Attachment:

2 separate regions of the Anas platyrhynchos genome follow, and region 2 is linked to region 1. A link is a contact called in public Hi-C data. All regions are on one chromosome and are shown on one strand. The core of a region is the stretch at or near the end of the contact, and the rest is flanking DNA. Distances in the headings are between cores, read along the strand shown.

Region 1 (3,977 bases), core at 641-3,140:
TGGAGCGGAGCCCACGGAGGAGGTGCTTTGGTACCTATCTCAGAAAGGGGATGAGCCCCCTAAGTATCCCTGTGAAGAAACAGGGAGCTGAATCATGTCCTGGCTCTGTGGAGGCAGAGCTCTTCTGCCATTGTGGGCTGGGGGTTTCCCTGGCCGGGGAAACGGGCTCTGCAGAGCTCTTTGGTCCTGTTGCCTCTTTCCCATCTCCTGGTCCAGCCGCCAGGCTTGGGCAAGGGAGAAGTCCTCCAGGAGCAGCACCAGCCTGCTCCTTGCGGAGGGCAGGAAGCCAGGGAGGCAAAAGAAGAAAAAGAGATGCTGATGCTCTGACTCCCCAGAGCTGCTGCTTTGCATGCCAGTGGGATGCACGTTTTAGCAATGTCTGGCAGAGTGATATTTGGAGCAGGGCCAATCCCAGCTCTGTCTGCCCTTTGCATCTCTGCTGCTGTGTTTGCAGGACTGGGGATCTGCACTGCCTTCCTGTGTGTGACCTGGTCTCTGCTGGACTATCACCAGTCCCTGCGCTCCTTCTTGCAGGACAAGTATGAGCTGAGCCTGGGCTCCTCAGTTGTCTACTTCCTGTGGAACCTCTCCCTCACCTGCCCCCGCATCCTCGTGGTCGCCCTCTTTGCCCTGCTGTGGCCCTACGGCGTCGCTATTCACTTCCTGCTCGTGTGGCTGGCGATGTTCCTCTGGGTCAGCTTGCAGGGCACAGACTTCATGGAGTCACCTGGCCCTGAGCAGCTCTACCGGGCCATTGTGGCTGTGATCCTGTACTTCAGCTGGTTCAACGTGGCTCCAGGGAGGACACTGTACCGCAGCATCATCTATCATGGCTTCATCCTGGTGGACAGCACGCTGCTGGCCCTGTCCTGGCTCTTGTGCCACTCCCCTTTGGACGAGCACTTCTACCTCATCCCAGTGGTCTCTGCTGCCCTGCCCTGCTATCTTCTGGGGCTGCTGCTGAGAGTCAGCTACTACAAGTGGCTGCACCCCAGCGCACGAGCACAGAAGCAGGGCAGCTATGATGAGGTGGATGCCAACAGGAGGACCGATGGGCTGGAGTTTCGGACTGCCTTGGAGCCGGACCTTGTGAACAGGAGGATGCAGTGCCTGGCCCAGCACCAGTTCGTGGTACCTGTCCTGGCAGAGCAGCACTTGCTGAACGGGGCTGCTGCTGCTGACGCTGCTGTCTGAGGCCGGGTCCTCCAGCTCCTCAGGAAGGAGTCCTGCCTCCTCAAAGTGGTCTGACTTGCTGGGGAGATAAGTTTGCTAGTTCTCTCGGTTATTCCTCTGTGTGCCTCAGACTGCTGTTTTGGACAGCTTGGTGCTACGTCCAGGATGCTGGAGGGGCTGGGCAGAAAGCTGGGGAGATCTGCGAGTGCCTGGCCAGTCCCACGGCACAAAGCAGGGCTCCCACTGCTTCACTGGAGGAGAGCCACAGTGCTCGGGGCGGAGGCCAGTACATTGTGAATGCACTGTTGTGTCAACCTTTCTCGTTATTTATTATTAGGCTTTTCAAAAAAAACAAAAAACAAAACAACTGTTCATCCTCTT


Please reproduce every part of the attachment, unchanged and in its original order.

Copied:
2 separate regions of the Anas platyrhynchos genome follow, and region 2 is linked to region 1. A link is a contact called in public Hi-C data. All regions are on one chromosome and are shown on one strand. The core of a region is the stretch at or near the end of the contact, and the rest is flanking DNA. Distances in the headings are between cores, read along the strand shown.

Region 1 (3,977 bases), core at 641-3,140:
TGGAGCGGAGCCCACGGAGGAGGTGCTTTGGTACCTATCTCAGAAAGGGGATGAGCCCCCTAAGTATCCCTGTGAAGAAACAGGGAGCTGAATCATGTCCTGGCTCTGTGGAGGCAGAGCTCTTCTGCCATTGTGGGCTGGGGGTTTCCCTGGCCGGGGAAACGGGCTCTGCAGAGCTCTTTGGTCCTGTTGCCTCTTTCCCATCTCCTGGTCCAGCCGCCAGGCTTGGGCAAGGGAGAAGTCCTCCAGGAGCAGCACCAGCCTGCTCCTTGCGGAGGGCAGGAAGCCAGGGAGGCAAAAGAAGAAAAAGAGATGCTGATGCTCTGACTCCCCAGAGCTGCTGCTTTGCATGCCAGTGGGATGCACGTTTTAGCAATGTCTGGCAGAGTGATATTTGGAGCAGGGCCAATCCCAGCTCTGTCTGCCCTTTGCATCTCTGCTGCTGTGTTTGCAGGACTGGGGATCTGCACTGCCTTCCTGTGTGTGACCTGGTCTCTGCTGGACTATCACCAGTCCCTGCGCTCCTTCTTGCAGGACAAGTATGAGCTGAGCCTGGGCTCCTCAGTTGTCTACTTCCTGTGGAACCTCTCCCTCACCTGCCCCCGCATCCTCGTGGTCGCCCTCTTTGCCCTGCTGTGGCCCTACGGCGTCGCTATTCACTTCCTGCTCGTGTGGCTGGCGATGTTCCTCTGGGTCAGCTTGCAGGGCACAGACTTCATGGAGTCACCTGGCCCTGAGCAGCTCTACCGGGCCATTGTGGCTGTGATCCTGTACTTCAGCTGGTTCAACGTGGCTCCAGGGAGGACACTGTACCGCAGCATCATCTATCATGGCTTCATCCTGGTGGACAGCACGCTGCTGGCCCTGTCCTGGCTCTTGTGCCACTCCCCTTTGGACGAGCACTTCTACCTCATCCCAGTGGTCTCTGCTGCCCTGCCCTGCTATCTTCTGGGGCTGCTGCTGAGAGTCAGCTACTACAAGTGGCTGCACCCCAGCGCACGAGCACAGAAGCAGGGCAGCTATGATGAGGTGGATGCCAACAGGAGGACCGATGGGCTGGAGTTTCGGACTGCCTTGGAGCCGGACCTTGTGAACAGGAGGATGCAGTGCCTGGCCCAGCACCAGTTCGTGGTACCTGTCCTGGCAGAGCAGCACTTGCTGAACGGGGCTGCTGCTGCTGACGCTGCTGTCTGAGGCCGGGTCCTCCAGCTCCTCAGGAAGGAGTCCTGCCTCCTCAAAGTGGTCTGACTTGCTGGGGAGATAAGTTTGCTAGTTCTCTCGGTTATTCCTCTGTGTGCCTCAGACTGCTGTTTTGGACAGCTTGGTGCTACGTCCAGGATGCTGGAGGGGCTGGGCAGAAAGCTGGGGAGATCTGCGAGTGCCTGGCCAGTCCCACGGCACAAAGCAGGGCTCCCACTGCTTCACTGGAGGAGAGCCACAGTGCTCGGGGCGGAGGCCAGTACATTGTGAATGCACTGTTGTGTCAACCTTTCTCGTTATTTATTATTAGGCTTTTCAAAAAAAACAAAAAACAAAACAACTGTTCATCCTCTT